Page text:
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Women of the Wall: The Sharansky Proposal

There are times when it seems that something fundamental might, just might, be shifting.  That’s how I felt following a discussion in which Rabbi Steve Fox and I represented the Reform Movement (for the CCAR), together with Rick Jacobs (for the URJ) and Jack Luxemberg ( for ARZA) , in a meeting with Natan Sharansky of the Jewish Agency, about his proposed solution to issues presented by the Women of the Wall. While an obligation of confidentiality limits what can be shared publically about that discussion, it has been widely reported that Sharansky envisions “one Western Wall for one Jewish People.” This would involve expanding the plaza leading to the Kotel and creating an area for egalitarian/pluralistic prayer to the right of the ramp to the Temple Mount. It would be equal in size and elevation to the existing prayer areas, with one access point to the plaza. Those seeking to approach the Kotel would choose between the gender-segregated and the egalitarian/pluralistic areas, with equal physical access to both. The latter zone would be supervised by the Jewish Agency, which is to say, a pluralistic body, not the present, Orthodox-dominated Kotel Foundation.

600228_10151500068330673_1867844465_nThis not an optimal solution, which would require full and equal access to the entire plaza and the Kotel itself and transferring authority over the entire zone to a pluralistic, broadly representative body. We must not forget that the Kotel area is both a religiously important site and the venue of major national gatherings. Whereas its present character is alienating for many Israelis and other Jews, it could and should become a source of unity for all Israelis, whether they consider themselves religious or secular, and the entire Jewish People.

Clearly, the Sharansky proposal falls short of that ultimate goal. Nonetheless, we cannot allow the perfect to be the enemy of the good. The essence of this compromise has elicited a very positive reaction by Anat Hoffman, chair of Women of the Wall and a courageous leader of Progressive Judaism in Israel, and the NY Times reported that Schmuel Rabinowitz, the ultra-Orthodox rabbi of the Western Wall, has declared he will not oppose it. Israeli President Shimon Peres deserves praise for interceding with Rabinowitz to press for moderation and for Peres’ public support for Jewish pluralism.

A host of critically important details remain to be resolved and major questions must be answered. How much will this cost? Who will pay for it? How long will it take? How will the governance of the larger area be addressed? What happens in the interim? And what is Plan B, if this ambitious proposal cannot be implemented? Will a third section be carved out, geographically or temporally, within the existing prayer zone to allow for pluralistic/egalitarian prayer?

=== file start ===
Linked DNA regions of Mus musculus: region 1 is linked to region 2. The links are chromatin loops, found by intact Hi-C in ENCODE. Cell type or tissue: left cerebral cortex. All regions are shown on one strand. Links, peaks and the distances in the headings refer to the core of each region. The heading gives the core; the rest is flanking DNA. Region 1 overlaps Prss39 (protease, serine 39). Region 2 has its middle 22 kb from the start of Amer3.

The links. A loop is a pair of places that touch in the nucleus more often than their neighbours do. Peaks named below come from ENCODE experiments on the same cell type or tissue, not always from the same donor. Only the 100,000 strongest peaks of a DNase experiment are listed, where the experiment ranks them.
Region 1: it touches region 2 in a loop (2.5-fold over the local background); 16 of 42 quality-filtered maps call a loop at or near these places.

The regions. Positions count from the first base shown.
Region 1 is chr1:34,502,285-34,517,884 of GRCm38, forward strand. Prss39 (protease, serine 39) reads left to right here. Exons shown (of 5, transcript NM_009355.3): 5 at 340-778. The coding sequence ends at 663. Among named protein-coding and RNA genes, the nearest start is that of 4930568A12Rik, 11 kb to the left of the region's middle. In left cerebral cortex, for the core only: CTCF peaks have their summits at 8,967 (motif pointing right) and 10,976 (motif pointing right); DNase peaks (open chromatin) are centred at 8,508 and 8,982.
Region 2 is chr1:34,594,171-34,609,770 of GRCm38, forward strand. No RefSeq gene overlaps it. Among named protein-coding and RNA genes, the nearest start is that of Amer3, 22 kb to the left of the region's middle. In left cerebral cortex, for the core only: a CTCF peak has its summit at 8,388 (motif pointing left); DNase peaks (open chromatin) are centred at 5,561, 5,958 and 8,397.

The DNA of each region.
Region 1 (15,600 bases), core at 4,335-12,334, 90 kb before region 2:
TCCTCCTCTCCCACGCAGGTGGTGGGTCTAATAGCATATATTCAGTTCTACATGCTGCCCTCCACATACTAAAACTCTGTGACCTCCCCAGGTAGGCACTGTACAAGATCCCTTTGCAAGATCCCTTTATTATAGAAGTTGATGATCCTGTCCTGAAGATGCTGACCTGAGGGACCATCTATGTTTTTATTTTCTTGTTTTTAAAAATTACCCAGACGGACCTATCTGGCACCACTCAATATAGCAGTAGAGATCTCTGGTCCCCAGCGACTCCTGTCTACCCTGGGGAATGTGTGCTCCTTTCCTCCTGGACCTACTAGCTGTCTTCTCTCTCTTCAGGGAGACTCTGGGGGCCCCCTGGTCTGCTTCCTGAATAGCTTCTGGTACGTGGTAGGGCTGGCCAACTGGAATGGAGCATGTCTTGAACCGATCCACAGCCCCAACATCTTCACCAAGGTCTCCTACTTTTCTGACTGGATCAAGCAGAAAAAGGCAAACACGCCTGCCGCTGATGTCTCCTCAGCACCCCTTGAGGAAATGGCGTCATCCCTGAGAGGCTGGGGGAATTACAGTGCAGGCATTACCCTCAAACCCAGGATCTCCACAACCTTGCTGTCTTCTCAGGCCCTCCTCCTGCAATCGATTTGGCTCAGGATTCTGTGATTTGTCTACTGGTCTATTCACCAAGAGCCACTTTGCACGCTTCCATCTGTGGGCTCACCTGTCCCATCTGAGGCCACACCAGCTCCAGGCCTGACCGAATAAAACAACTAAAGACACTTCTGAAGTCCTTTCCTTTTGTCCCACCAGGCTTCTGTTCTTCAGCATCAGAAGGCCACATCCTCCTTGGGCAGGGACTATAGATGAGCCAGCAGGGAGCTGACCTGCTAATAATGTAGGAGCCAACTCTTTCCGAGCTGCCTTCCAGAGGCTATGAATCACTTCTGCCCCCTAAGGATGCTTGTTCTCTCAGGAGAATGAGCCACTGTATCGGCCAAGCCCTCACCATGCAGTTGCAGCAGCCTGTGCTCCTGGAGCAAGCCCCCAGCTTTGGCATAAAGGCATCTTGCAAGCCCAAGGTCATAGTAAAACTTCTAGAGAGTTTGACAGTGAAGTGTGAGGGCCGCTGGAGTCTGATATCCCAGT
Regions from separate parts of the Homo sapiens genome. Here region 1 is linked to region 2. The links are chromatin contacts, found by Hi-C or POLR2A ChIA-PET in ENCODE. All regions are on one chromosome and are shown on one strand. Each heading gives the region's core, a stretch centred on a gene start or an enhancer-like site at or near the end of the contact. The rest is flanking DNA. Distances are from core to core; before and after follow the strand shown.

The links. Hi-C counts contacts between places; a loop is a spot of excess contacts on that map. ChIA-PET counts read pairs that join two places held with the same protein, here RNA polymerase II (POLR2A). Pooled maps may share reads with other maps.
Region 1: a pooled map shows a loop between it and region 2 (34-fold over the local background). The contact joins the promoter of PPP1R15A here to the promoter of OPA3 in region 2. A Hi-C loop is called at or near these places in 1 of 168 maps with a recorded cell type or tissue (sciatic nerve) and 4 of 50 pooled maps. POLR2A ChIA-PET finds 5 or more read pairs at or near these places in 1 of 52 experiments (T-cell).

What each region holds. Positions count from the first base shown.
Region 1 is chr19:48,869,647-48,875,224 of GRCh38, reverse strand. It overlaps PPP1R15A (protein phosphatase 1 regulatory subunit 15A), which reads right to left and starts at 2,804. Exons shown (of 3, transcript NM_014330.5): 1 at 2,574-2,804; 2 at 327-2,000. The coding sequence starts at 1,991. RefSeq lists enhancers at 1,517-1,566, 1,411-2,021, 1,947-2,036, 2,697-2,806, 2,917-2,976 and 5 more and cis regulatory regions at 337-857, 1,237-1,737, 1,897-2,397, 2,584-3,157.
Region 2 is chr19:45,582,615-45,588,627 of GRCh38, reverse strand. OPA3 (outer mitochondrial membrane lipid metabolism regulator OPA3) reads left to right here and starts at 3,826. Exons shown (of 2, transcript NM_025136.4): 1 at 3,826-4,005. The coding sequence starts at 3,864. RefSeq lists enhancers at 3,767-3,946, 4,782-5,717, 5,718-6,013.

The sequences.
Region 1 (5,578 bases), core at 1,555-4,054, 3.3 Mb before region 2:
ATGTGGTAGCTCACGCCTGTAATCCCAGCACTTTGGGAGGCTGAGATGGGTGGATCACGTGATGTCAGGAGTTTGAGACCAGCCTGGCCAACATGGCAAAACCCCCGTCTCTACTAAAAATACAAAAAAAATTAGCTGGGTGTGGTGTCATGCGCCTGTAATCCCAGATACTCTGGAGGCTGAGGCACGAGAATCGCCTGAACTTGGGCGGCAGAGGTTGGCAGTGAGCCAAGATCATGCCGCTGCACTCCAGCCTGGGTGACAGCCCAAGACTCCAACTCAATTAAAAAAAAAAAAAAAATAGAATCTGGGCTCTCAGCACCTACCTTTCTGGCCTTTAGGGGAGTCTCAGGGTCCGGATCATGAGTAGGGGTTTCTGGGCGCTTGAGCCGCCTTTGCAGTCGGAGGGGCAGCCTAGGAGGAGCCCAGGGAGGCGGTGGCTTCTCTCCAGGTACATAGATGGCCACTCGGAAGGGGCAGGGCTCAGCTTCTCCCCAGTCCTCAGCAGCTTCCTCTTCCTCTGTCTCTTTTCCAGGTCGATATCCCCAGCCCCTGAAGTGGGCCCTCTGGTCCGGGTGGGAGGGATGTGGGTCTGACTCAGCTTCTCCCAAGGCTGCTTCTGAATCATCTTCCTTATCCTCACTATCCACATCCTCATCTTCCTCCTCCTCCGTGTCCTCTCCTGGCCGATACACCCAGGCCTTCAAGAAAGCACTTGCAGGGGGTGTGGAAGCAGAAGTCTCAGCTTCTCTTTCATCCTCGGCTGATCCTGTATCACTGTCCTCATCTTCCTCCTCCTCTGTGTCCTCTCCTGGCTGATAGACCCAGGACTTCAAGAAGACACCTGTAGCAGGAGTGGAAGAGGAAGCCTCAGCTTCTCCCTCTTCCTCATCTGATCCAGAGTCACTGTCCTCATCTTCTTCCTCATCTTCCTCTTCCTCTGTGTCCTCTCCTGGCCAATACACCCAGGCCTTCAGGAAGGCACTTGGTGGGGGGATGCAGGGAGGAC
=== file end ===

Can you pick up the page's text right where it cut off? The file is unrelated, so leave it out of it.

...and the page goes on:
One thing is clear. The role of the Israeli police needs to change completely and immediately. Heretofore, the police have been an instrumentality of ultra-Orthodox intolerance and oppression, threatening and arresting women for wearing a tallit or praying aloud near the Kotel. This is intolerable. Just this morning, Israeli police arrested five women for wearing tallitot at the Kotel. Remarkably, the judge before whom they were arraigned ruled that the women did not disturb the peace. Rather, she held, those who sought to interfere with their observance of Rosh Chodesh were the provocateurs. The obligation of law enforcement is to protect everyone who seeks to pray at the Kotel from harassment or assault. This was a point I emphasized strongly in the discussion, one that I consider central to both the interim period and the long term.

I also raised the question of whether this is a “separate but equal” approach to the problem. “Separate but equal,” in the context of American law, was repudiated by the US Supreme Court in 1954, in Brown vs. Board of Education, which proclaimed that separate was inherently unequal. Sharansky responded that his proposal differs fundamentally from the American situation, where the intention of the invalidated laws was to segregate the races. Here, he argued, the intent is not to segregate, but to create the opportunity for all Jews to worship at the Kotel according to their own beliefs and practices.

IMG_4021I believe that argument has merit. When Jewish sovereignty over the Kotel was regained in 1967, the entire Kotel, from the present prayer area down to the Southwest corner, was recognized, including by Orthodox leaders, as one sacred precinct. The proposal is an opportunity for us, too, to affirm that view. But while expressing support for the approach in this situation, subject to an acceptable resolution of the details, I cautioned that it should not be seen as a precedent or paradigm for resolving other issues in Israeli society, such as ultra-Orthodox attempts to impose gender segregation on public buses and occasions.

A host of potential obstacles and possible opponents stand in the way of implementing this proposal: some Orthodox and ultra-Orthodox, Israeli archeologists, the Islamic Waqf, which manages the Temple Mount, Jordan, which sees itself as custodian of that precinct, or international bodies. Nonetheless, the proposal is historic. For the first time, the government of Israel seems ready to recognize that it is accountable to all the religious streams of the Jewish People and to make a major financial and political commitment to fulfill that accountability. This represents a dramatic and historic step forward.

This promising development is only the beginning of the process, not its culmination. In the weeks and months to come, as details of the program are clarified and questions are answered, as opposing views are addressed and hopefully, overcome, I believe that we, as individual rabbis and as the CCAR, the rabbinic leadership arm of Reform Judaism, need to do three things: work to ensure a satisfactory resolution of the details of the proposal, rally support for the proposal, and step up our advocacy on the larger issues of justice in Israeli society that the Women of the Wall situation symbolizes.

Rabbi Rick Block is Senior Rabbi of The Temple – Tifereth Israel in Cleveland, Ohio, and President of the Central Conference of American Rabbis.